Read This: A look into one of the Internet’s most mysterious and enduring cryptographic puzzles

Read This: A look into one of the Internet’s most mysterious and enduring cryptographic puzzles

Reporting on a case that only slightly trumps Gameological’s “Mystery Of The Mysterious Wooden Dice,” The Telegraph has published a look into Cicada 3301, an elaborate online (and offline) cryptography puzzle/game, the origins of which have yet to be uncovered almost two years after it first appeared in January 2012.

The Telegraph piece smartly uses the first-hand experiences of Joel Eriksson, a computer analyst, Cicada enthusiast, and “skilled cryptographer,” to give a detailed account of the phenomenon’s story from the beginning. Eriksson found the first clue on an Internet forum and, thinking he had solved it using your run of the mill Caesar cipher, was greeted with an apparent “gotcha” message and the mocking stare of a decoy duck. That’s when things started to get interesting. From this point on, the puzzle would take thousands of participants, armed with Mayan numerology and a whole pantload of prime numbers, on a journey that included stops at real-world locations (that were probably spooky) and the special part of the Internet where drug dealers and human traffickers hang out.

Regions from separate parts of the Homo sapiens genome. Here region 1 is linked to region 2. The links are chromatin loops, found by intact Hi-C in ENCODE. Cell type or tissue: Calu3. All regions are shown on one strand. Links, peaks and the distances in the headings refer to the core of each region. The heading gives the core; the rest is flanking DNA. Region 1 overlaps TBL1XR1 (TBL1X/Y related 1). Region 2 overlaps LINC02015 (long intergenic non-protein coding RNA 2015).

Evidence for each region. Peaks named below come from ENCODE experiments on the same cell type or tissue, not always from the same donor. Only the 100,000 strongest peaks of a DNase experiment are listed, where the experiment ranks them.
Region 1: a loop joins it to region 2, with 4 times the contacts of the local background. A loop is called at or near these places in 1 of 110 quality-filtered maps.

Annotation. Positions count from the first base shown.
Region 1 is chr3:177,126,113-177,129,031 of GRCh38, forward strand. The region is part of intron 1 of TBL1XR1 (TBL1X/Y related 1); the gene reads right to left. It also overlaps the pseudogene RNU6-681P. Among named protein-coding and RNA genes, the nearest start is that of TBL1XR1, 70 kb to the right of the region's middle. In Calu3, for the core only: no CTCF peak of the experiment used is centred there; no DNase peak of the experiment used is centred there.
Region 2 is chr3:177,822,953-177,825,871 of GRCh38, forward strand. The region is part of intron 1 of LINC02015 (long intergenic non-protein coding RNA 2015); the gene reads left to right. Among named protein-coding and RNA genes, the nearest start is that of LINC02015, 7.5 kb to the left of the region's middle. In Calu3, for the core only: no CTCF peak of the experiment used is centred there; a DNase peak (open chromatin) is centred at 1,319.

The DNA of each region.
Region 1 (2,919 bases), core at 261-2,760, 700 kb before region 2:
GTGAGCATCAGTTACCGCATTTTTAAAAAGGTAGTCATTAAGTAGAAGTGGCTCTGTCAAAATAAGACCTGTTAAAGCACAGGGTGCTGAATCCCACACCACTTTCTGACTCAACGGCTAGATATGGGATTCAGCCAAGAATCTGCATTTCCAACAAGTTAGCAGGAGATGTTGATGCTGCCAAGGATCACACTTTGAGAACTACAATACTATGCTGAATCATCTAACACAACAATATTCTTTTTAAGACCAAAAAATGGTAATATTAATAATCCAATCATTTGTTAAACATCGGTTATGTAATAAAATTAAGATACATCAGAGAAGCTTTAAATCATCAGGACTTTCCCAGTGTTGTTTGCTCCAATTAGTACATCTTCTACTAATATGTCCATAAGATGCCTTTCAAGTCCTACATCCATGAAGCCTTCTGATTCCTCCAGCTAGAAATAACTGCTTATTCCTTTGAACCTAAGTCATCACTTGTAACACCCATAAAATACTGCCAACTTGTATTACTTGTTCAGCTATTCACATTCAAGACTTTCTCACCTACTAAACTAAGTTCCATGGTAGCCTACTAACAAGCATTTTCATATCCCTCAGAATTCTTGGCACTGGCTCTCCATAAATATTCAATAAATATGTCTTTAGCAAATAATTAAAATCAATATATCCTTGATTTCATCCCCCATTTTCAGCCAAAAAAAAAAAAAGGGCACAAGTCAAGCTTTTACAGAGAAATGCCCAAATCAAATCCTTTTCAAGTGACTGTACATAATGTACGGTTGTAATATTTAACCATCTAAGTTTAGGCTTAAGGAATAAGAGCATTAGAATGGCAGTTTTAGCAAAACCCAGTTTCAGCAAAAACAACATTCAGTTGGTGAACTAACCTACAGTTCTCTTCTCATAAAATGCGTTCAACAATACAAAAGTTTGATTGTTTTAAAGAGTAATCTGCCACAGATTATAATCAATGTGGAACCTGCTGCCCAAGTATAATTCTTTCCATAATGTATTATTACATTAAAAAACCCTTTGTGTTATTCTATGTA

After a month, the whole thing was solved. It ended with a webpage where sleuths could leave their email addresses. According to the article, a few were lucky enough to receive replies that asked about conducting private puzzles. The rest were branded as unworthy followers and, although they didn’t know it at the time, were forced to wait until January 2013 for another chance. But the bigger mystery, the puzzle’s origin, still stands. A good portion of the Telegraph piece is dedicated to identifying the organizations that might be responsible for putting Cicada together. There have been a few clues within the puzzle’s fiction. A lengthy post by someone claiming to be an ex-member of the group behind Cicada proclaimed its creator to be a shadowy occult organization bent on transforming “humanity into the Nietzschen Übermensch.” Slightly more realistic guesses peg it as a recruitment tool for government intelligence agencies, which are always in need of some more people to hack and decrypt things.